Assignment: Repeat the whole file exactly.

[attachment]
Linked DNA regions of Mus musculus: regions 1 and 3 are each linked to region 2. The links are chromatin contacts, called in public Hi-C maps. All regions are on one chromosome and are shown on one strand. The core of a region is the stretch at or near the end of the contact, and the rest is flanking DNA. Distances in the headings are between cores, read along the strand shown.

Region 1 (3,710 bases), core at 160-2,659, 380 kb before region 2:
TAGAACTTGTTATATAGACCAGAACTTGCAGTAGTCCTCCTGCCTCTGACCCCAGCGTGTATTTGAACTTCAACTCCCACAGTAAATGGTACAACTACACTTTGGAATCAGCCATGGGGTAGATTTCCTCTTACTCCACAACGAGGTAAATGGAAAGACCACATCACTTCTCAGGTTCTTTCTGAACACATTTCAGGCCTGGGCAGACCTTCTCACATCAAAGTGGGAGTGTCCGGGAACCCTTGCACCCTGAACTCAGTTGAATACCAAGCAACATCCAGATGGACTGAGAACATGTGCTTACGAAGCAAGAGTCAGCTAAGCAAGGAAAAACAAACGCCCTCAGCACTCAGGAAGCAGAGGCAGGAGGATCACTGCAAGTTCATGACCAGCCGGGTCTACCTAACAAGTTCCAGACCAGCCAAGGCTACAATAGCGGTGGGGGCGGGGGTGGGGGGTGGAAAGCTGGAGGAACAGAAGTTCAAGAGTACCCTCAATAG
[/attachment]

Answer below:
Linked DNA regions of Mus musculus: regions 1 and 3 are each linked to region 2. The links are chromatin contacts, called in public Hi-C maps. All regions are on one chromosome and are shown on one strand. The core of a region is the stretch at or near the end of the contact, and the rest is flanking DNA. Distances in the headings are between cores, read along the strand shown.

Region 1 (3,710 bases), core at 160-2,659, 380 kb before region 2:
TAGAACTTGTTATATAGACCAGAACTTGCAGTAGTCCTCCTGCCTCTGACCCCAGCGTGTATTTGAACTTCAACTCCCACAGTAAATGGTACAACTACACTTTGGAATCAGCCATGGGGTAGATTTCCTCTTACTCCACAACGAGGTAAATGGAAAGACCACATCACTTCTCAGGTTCTTTCTGAACACATTTCAGGCCTGGGCAGACCTTCTCACATCAAAGTGGGAGTGTCCGGGAACCCTTGCACCCTGAACTCAGTTGAATACCAAGCAACATCCAGATGGACTGAGAACATGTGCTTACGAAGCAAGAGTCAGCTAAGCAAGGAAAAACAAACGCCCTCAGCACTCAGGAAGCAGAGGCAGGAGGATCACTGCAAGTTCATGACCAGCCGGGTCTACCTAACAAGTTCCAGACCAGCCAAGGCTACAATAGCGGTGGGGGCGGGGGTGGGGGGTGGAAAGCTGGAGGAACAGAAGTTCAAGAGTACCCTCAATAG